Over the last few years we have developed the theory and experimental implementation of a new paradigm for quantum computing. Usually, a qubit is encoded in two energy levels of a system such as an ion or a spin. We take an orthogonal direction. We encode a logical qubit in a harmonic oscillator, which has an infinite-dimensional Hilbert space, and can therefore replace a register of multiple physical qubits, thus reducing the hardware overhead required for quantum error correction. This logical qubit is called a “cat qubit” since Schrödinger cat states host the two qubit states. This qubit is rf-powered, continuously exchanging photons with a reservoir. This approach challenges the intuition that a qubit must be isolated from its environment. Instead, the reservoir acts as a feedback loop which continuously and autonomously corrects against errors. This correction takes place at the level of the quantum hardware, and reduces the need for error syndrome measurements which are resource intensive.

Refs: PRL2013, NJP2014, Science2015, PRX2018, PRX2019, NaturePhys2020,

Experiments: Camille, Adrien, Ulysse & Anil (Alice & Bob). Supervisor: Zaki

Theory: Ronan, Michiel, François-Marie & Jérémie (Alice & Bob). Supervisors: Alain & Mazyar.

In 2001, Gottesman, Kitaev and Preskill (GKP) proposed a hardware-efficient instance of a non-local qubit: a superposition of position eigenstates that forms grid states of a single oscillator. This great proposal has remained out of reach of experimental implementation up until very recently, since it requires an exquisite level of control over a quantum oscillator. In this project we experimentally prepare GKP code states through feedback protocols and highly non-linear dissipation mechanisms in a superconducting microwave cavity playing the role of the oscillator.

Refs: Nature2020

Experiments: Aron. Supervisor: Philippe.

Theory: Christian. Supervisors: Pierre & Philippe.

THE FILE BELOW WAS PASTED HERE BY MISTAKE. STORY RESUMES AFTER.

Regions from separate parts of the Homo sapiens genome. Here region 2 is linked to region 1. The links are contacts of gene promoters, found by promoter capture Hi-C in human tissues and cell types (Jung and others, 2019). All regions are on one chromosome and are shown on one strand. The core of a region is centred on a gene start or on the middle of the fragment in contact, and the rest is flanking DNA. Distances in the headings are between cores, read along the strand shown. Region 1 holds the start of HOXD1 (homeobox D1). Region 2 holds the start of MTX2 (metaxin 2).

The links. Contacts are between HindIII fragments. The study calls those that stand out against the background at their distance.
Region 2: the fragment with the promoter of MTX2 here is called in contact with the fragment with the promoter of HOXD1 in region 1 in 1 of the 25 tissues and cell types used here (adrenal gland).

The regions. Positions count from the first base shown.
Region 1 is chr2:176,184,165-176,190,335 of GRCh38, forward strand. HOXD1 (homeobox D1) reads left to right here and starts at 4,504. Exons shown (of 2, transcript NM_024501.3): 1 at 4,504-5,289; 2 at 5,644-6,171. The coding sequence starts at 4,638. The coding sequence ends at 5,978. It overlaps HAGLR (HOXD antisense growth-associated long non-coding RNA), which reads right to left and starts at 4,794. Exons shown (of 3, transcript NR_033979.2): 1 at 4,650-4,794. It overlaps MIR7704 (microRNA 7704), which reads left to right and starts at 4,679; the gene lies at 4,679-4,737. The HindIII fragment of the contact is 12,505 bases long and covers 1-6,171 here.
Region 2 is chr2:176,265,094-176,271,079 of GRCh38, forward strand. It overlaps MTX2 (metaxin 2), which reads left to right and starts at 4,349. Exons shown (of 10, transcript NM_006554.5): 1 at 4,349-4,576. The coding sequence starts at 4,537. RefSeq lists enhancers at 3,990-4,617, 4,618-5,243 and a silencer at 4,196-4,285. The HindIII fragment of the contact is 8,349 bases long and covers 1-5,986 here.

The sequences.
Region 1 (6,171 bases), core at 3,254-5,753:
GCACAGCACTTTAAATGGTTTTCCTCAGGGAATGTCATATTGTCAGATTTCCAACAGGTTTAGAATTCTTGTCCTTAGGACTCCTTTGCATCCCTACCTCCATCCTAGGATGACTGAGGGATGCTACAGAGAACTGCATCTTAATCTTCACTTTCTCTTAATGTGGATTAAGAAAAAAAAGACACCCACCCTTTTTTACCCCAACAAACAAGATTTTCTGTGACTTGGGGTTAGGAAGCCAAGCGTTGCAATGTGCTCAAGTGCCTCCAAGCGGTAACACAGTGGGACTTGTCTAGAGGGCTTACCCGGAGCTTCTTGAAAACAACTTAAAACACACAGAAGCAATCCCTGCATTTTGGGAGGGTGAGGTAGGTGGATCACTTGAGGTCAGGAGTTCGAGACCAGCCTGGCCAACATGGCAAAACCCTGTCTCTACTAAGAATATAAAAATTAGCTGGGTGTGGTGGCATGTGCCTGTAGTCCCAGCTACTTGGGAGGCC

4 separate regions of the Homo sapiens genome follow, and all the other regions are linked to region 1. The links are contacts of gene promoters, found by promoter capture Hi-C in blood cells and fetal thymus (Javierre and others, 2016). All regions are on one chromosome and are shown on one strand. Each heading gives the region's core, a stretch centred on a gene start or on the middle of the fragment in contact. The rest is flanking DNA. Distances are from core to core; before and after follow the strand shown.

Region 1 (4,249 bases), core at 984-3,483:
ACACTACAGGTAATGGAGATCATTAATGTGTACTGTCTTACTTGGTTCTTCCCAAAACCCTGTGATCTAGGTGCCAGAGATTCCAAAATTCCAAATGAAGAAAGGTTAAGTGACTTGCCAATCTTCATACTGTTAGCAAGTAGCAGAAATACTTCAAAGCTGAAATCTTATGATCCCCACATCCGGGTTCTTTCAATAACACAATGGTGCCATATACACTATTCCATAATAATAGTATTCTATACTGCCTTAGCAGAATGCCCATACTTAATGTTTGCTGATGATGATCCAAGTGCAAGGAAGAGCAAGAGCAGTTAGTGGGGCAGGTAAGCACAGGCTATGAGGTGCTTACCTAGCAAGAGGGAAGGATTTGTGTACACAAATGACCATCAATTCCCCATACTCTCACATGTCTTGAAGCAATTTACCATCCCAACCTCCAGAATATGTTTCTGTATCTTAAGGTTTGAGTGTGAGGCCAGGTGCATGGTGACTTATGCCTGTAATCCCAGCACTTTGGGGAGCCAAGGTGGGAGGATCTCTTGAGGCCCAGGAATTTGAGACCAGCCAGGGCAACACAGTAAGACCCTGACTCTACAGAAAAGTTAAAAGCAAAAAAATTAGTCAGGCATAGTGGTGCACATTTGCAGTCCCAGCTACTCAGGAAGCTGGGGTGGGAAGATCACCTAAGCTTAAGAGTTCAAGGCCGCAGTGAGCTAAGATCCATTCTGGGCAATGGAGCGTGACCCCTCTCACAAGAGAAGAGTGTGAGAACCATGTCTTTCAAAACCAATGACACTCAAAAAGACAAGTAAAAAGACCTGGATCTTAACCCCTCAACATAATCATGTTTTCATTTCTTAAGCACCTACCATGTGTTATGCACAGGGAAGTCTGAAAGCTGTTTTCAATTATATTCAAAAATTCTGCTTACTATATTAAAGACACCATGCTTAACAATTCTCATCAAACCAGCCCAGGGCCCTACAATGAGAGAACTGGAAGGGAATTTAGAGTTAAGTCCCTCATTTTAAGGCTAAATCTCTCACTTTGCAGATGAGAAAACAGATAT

An ongoing quest in quantum information science is to build a circuit that hosts a degenerate ground state manifold that encodes and protects quantum states. A particularly appealing approach is to combine a generalized Josephson element with the so-called quantum phase-slip element, the dual of the Josephson junction. Such a circuit would encode information in the form of GKP states that are protected at the Hamiltonian level, circumventing the need for error syndrome measurements and feedback. In this project we research exotic arrangements of superconducting materials to experimentally implement such a protected qubit.

Refs: arXiv2020

Experiments: Erwan, Clarke & Alvise. Supervisor: Zaki.

Qubits need filtering and signal processing components. The already existing commercial devices have enabled a fast growth of the research field but brought their inconvenients, their performance being limited. It is one of the major obstacles for reliable and large-scale quantum computing. In this project we aim to develop a new range of components, on-chip, with unmatched characteristics. The project will unfold in three steps : filters development, then tunable couplers, and finally non-reciprocal elements.

Experiments: Vincent & Matthieu. Supervisor: Philippe.

Liquid water turns to ice when the attraction between molecules overcomes their agitation due to thermal fluctuations. Similarly, it has recently been predicted that a collection of atoms bathing in the vacuum of a cavity could undergoe a phase transition when the cavity field is anti-squeezed beyond a threshold. The underlying mechanism is that the amplified quantum flucuations of the field enhance the atomic coupling. In this experimental project we couple a superconducting artificial atom to a cavity undergoing quantum squeezing. This experiment is a first step towards the simulation of quantum phase transitions on chip.

Experiments: Marius. Supervisors: Zaki & Takis Kontos.

Making a system robust and stable to the influence of external perturbations is one of the core problems in control engineering. The goal of this project is to address the above question from the angle of control systems. We elaborate theoretical control methods to analyse and design feedback schemes adapted to the quantum world. We develop mathematical methods to challenge the inherently invasive and stochastic aspects of quantum measurements. Relying on the development of original mathematical perturbation techniques specific to open quantum systems, we propose a new hierarchical strategy for quantum feedback modeling, design and analysis.

Experiments: Pierre. Supervisor: Pierre

Theory: Lev-Arcady. Supervisors: Pierre & Alain